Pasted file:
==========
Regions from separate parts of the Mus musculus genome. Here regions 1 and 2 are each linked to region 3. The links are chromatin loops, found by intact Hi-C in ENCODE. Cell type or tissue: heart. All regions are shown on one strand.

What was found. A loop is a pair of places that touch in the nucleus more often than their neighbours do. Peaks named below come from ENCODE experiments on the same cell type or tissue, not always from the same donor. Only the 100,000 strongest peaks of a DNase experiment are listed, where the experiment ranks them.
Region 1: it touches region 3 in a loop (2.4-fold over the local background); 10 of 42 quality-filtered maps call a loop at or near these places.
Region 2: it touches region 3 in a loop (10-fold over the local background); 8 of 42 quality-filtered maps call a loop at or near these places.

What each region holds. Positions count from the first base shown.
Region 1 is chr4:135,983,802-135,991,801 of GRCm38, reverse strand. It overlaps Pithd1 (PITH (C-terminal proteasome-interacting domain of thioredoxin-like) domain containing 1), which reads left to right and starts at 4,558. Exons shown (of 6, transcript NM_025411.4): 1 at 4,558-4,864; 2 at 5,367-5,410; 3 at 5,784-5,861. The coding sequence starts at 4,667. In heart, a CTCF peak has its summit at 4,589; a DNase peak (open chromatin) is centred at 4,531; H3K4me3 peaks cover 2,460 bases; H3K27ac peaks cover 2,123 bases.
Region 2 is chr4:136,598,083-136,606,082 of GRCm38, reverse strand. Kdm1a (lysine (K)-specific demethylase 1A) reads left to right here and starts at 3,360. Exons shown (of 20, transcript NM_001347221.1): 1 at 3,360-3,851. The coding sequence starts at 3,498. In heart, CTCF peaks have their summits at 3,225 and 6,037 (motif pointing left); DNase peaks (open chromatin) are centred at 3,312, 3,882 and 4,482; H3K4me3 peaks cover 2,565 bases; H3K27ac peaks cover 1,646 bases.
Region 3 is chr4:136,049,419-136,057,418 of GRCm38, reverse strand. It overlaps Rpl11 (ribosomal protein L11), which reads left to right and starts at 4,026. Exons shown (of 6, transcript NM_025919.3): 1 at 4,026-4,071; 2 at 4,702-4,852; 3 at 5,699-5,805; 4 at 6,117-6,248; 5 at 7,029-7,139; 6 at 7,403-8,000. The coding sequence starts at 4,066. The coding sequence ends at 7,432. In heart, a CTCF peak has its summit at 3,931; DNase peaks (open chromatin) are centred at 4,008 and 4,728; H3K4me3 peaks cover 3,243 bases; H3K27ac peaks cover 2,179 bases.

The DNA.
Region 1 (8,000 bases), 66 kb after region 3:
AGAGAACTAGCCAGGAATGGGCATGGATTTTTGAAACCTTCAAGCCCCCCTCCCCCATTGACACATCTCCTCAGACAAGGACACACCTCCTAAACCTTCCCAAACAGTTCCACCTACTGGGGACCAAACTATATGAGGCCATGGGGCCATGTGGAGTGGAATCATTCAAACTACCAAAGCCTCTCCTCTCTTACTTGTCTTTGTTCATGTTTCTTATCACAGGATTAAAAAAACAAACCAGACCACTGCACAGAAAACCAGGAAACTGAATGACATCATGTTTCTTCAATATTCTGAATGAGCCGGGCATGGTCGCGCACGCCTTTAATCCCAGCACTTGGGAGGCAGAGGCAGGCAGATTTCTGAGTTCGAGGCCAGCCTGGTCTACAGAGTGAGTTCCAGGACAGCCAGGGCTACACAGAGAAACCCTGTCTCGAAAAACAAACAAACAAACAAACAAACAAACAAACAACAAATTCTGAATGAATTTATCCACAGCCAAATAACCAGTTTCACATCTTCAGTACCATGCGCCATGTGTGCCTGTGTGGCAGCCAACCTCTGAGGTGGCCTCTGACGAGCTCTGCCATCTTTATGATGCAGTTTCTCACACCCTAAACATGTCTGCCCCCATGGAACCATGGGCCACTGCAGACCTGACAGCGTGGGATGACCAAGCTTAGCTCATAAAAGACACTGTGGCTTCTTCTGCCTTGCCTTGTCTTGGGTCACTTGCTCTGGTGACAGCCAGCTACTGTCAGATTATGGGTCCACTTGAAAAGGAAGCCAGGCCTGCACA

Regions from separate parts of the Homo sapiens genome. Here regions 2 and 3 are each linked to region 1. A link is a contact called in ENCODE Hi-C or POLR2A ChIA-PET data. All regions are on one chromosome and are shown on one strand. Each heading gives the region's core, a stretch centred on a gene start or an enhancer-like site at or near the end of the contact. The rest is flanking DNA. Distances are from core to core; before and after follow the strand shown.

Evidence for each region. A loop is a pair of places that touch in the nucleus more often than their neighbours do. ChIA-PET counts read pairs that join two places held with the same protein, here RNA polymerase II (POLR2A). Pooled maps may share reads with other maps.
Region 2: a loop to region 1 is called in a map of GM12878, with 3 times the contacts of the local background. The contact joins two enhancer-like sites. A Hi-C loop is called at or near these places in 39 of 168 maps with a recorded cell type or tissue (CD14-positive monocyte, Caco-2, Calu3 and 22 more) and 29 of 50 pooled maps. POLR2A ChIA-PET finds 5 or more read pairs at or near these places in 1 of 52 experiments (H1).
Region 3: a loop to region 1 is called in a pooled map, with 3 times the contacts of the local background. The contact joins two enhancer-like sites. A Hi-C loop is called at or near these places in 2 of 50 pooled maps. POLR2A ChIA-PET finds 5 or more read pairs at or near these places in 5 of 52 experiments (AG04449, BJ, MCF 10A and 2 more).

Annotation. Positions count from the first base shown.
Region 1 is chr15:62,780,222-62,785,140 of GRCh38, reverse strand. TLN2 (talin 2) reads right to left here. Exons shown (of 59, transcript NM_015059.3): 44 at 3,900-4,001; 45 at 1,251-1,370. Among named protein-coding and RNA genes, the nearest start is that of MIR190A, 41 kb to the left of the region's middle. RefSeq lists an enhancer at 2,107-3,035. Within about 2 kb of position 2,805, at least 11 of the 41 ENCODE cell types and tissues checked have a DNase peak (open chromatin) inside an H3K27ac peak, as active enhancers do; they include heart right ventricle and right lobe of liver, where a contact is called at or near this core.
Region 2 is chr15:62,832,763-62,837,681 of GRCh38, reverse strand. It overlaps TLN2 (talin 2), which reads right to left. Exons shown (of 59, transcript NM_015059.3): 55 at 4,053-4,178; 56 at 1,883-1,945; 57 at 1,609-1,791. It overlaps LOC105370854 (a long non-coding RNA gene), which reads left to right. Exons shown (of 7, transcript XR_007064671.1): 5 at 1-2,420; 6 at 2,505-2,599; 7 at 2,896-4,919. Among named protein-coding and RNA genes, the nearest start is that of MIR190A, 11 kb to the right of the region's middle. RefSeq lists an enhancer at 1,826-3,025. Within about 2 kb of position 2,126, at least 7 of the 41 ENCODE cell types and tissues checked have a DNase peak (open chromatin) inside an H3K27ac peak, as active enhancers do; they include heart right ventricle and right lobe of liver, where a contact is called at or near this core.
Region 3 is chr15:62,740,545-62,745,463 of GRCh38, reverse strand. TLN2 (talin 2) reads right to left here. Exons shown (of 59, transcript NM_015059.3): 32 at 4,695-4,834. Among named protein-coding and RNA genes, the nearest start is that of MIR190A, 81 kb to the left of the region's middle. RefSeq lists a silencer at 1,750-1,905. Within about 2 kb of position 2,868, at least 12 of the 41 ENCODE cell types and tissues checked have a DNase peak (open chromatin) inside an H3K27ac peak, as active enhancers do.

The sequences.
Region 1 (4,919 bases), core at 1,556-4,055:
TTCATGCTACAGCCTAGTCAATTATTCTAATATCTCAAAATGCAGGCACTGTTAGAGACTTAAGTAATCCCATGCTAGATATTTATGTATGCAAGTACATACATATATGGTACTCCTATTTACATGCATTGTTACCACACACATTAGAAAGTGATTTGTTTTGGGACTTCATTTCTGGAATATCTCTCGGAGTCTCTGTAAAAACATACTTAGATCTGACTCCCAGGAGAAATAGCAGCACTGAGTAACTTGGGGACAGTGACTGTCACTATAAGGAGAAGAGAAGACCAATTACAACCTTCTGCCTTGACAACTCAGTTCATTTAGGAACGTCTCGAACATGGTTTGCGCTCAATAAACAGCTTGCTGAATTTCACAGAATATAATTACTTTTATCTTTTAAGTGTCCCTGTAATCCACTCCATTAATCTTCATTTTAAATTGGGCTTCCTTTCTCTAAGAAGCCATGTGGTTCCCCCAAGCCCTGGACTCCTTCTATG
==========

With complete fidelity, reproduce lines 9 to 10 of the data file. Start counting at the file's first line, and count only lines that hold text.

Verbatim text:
The DNA.
Region 1 (8,000 bases), 66 kb after region 3: